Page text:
Thoughts on Performance

by Phillip Hii
March 2004

In my teaching I’ve found that most performance anxiety-related issues can be attributed to two factors:

Fear of the unexpected

I believe the root of most performance anxieties is the fear of the unexpected. There is always a certain amount of apprehension when we are faced with new situations in life. We get nervous when we have to take tests, speak in front of people, and meet prospective new employers, etc., because these are all extraordinary situations. In contrast, consider a daily task which we perform on a daily basis such as driving on the freeway. Is there anything which we do everyday which is more fraught with danger than driving on the freeway? And yet how many of us really think about it? Or worry about it? When you make a small mistake in a performance, all you get is perhaps a bruised ego. When you make a small mistake on the freeway, you could end up with more than a broken fingernail.

The reason we don’t think about it is because we do it everyday and it has become a familiar task. And so it should be with performing, too. One of the best cures for stage fright is to keep on doing it — play in front of anybody, go out with your guitar and harass your family, your neighbors and your friends. If you have a junior recital coming up, invite your friends over and play the whole program to them (and make sure you provide some refreshments too for their trouble).

Unrealistic Expectations

Another common cause of stage fright is unrealistic expectations. Too many students and performers actually believe that just because they are able to play something all the way through once or twice in their practice, they should be able to reproduce that performance in front of an audience. Students build huge expectations in themselves and become paralyzed with stage fright in the process.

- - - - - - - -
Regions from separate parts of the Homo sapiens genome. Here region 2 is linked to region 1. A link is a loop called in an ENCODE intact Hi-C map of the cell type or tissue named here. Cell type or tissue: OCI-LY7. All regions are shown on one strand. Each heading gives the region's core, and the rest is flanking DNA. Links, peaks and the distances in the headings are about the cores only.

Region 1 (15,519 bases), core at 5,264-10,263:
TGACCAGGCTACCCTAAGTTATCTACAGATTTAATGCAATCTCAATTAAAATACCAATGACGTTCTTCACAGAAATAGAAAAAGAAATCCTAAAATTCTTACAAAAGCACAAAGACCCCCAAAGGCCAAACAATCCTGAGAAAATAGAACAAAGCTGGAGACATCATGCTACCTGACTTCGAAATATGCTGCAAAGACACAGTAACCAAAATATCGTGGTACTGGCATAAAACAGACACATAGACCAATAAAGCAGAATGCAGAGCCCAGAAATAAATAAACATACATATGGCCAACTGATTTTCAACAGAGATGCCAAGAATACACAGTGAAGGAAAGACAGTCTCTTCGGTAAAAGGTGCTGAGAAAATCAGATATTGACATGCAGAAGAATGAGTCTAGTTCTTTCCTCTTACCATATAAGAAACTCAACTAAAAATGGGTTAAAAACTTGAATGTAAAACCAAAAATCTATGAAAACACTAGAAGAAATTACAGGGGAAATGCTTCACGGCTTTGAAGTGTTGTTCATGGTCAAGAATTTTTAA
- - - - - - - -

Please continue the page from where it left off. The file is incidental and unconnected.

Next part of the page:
If you’re performing a new piece, expect to lose up to 30% of what you know you can really do. Be happy if you can deliver 80% of what you can do. Sure, you should strive for 100%, but don’t expect to get it till you’ve played the piece for a while and have performed it numerous times.

This point is particularly relevant if you’re in an academic situation. The typical college student is expected to learn an entirely new repertoire every semester and perform a junior and senior recital of completely new pieces in their final years. Nothing could be more daunting than that! Contrast this to your typical professional concert player: Most have a core repertoire of pieces which they recycle over and over.

Over the years I’ve come up with a short list of items to help students put performance in perspective.

1. Don’t worry about mistakes. It is good to strive after clean performances but it is also equally important to understand that making mistakes is a part of the human condition. Consider this: there is nothing more natural than speaking and yet, a seasoned performer like Jay Leno could still mangle his words under the spotlight. So accept the fact that there is no perfection in life, only compromises, and listen to the common adage: It’s not how many mistakes we make but how we cover them up.